Do you wonder how to get kids to eat fish? I’m sharing my secrets. Like most things in parenting, it wasn’t a quick fix or a secret recipe. Yep, friends, just as it is with potty training and manners, it takes time and effort (AKA parenting) to make it happen. That being said, I can give you some tips and tricks to make the process smoother. In other words, learn from my mistakes and successes when it comes to getting your a child to expand his or her palate to include fish.
Like most of you, I want my kids to be healthy and strong. I try to stay up to speed on all the diet trends and to give the girls a variety of foods. When they were tots, we relied on Dr. Praeger’s fish sticks and Mr. Momtrends and I were pretty proud of ourselves for getting “fish” into the diets of toddlers. This brand is a great place to start–they limit the number of ingredients and focus on nutrition and taste.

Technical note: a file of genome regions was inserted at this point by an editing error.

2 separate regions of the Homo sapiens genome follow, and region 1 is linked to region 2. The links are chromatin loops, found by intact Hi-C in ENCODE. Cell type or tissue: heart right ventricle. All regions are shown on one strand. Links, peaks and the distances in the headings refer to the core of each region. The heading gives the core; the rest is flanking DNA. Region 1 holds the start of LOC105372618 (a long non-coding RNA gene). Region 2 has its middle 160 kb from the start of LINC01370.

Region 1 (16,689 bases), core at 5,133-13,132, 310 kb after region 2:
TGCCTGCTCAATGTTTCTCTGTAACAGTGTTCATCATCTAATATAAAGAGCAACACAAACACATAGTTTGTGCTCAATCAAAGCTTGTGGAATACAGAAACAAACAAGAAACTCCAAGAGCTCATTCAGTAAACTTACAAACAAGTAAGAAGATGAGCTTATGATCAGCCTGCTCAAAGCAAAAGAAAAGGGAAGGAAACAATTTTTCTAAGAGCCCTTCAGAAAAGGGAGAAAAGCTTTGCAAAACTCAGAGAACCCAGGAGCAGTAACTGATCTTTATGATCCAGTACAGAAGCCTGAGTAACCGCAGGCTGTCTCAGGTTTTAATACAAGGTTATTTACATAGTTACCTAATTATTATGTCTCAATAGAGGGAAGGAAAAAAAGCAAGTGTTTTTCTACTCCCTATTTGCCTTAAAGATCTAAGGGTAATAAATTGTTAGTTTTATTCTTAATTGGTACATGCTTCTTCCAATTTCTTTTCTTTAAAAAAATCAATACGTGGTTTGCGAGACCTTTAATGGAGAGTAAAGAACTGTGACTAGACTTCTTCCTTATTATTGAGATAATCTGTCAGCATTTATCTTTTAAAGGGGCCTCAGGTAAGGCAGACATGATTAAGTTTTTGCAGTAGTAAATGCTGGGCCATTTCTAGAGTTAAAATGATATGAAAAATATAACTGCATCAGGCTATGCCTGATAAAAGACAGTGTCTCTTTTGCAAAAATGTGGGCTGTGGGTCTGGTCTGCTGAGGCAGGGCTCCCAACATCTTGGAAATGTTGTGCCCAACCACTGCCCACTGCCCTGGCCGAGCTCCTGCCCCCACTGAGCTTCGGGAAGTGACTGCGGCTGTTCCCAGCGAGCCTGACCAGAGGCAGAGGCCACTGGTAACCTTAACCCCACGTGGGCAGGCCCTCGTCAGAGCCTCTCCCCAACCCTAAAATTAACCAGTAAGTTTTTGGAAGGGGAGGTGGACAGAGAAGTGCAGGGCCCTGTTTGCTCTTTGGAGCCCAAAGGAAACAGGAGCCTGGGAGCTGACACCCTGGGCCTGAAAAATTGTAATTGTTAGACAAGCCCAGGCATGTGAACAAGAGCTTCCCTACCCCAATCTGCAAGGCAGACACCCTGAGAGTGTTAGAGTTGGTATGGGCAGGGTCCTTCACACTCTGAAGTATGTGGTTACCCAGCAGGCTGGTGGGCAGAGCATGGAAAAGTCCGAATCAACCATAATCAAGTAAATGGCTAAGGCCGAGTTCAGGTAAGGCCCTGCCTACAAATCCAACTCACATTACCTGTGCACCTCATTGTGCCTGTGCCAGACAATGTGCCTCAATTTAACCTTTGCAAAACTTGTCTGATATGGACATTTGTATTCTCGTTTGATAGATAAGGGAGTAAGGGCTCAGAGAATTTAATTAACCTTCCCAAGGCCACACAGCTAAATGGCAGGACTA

But let’s be honest, no matter how you bread it, a fish stick isn’t really the end goal here–even if it is so much better than a McDonald’s breaded filet o’something. The goal is for your child to actually order fish UNPROMPTED at a restaurant as a grown-up. I want them to know how to cook fish, what real fish looks like and to have an appreciation for this food source. Fish sticks weren’t going to cut it.
You don’t have to wave a magic wand to win your kids over to real fish. I’ve got five tips for you PLUS a bonus. But first, let’s start with a story.
In 2012 Mr.Momtrends took our girls to Asia for 3 weeks. We decided they were going to eat the local foods. There would be no hunting for American-friendly fare. We were just going to stick to our guns. First stop was Turkey (I know, I know technically Turkey is in both Asia and Europe, but for ease we always refer to this trip as the “Great Asian Adventure”). The girls were 4 and 7 and well something magic happened.